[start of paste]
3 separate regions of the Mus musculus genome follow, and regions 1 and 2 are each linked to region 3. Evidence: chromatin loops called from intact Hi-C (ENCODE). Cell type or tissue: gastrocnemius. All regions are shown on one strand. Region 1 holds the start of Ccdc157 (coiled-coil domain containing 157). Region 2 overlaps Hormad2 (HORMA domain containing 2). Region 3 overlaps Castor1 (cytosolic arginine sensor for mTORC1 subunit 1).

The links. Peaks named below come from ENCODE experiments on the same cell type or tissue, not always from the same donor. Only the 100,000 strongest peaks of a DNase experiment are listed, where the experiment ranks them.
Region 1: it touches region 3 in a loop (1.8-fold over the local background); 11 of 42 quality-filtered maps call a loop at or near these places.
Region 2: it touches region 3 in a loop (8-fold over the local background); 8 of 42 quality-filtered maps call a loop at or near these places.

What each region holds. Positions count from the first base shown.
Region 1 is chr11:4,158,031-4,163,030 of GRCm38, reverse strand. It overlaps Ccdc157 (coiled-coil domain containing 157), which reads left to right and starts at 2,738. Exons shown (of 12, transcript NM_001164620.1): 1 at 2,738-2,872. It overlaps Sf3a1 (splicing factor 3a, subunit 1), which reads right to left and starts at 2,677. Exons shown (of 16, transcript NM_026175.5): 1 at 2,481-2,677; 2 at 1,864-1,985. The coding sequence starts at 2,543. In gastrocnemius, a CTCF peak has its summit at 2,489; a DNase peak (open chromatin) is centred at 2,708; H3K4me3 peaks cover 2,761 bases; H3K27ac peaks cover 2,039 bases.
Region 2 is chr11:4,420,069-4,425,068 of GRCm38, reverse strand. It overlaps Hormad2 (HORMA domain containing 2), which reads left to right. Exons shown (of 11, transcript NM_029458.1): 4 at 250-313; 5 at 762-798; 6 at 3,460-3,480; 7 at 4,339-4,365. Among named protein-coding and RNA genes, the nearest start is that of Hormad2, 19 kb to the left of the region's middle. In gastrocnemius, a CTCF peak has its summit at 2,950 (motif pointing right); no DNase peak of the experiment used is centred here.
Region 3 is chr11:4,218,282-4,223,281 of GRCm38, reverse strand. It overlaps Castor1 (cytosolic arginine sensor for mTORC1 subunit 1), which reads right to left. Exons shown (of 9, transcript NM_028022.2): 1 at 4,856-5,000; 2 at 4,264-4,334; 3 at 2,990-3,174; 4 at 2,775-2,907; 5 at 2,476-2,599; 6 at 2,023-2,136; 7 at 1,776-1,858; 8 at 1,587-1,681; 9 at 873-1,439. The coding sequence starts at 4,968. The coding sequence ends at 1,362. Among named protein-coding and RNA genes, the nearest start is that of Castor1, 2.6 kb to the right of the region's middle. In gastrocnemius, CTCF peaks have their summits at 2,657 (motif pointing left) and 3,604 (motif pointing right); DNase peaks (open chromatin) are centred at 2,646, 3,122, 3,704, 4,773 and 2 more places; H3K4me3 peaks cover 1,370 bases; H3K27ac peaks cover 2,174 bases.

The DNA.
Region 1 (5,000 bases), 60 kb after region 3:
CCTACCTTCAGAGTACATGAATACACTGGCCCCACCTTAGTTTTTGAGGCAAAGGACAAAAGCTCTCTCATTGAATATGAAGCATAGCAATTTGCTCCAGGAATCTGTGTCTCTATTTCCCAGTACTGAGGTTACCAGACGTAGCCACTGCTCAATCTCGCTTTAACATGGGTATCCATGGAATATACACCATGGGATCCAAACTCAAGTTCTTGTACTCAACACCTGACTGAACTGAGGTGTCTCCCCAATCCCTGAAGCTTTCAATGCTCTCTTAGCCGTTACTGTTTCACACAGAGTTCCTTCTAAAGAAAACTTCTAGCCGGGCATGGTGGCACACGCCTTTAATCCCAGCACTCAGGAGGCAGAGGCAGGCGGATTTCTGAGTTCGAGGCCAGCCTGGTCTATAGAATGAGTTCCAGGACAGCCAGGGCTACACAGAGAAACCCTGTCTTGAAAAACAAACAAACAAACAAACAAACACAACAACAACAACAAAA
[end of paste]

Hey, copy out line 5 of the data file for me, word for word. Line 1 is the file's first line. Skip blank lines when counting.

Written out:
What each region holds. Positions count from the first base shown.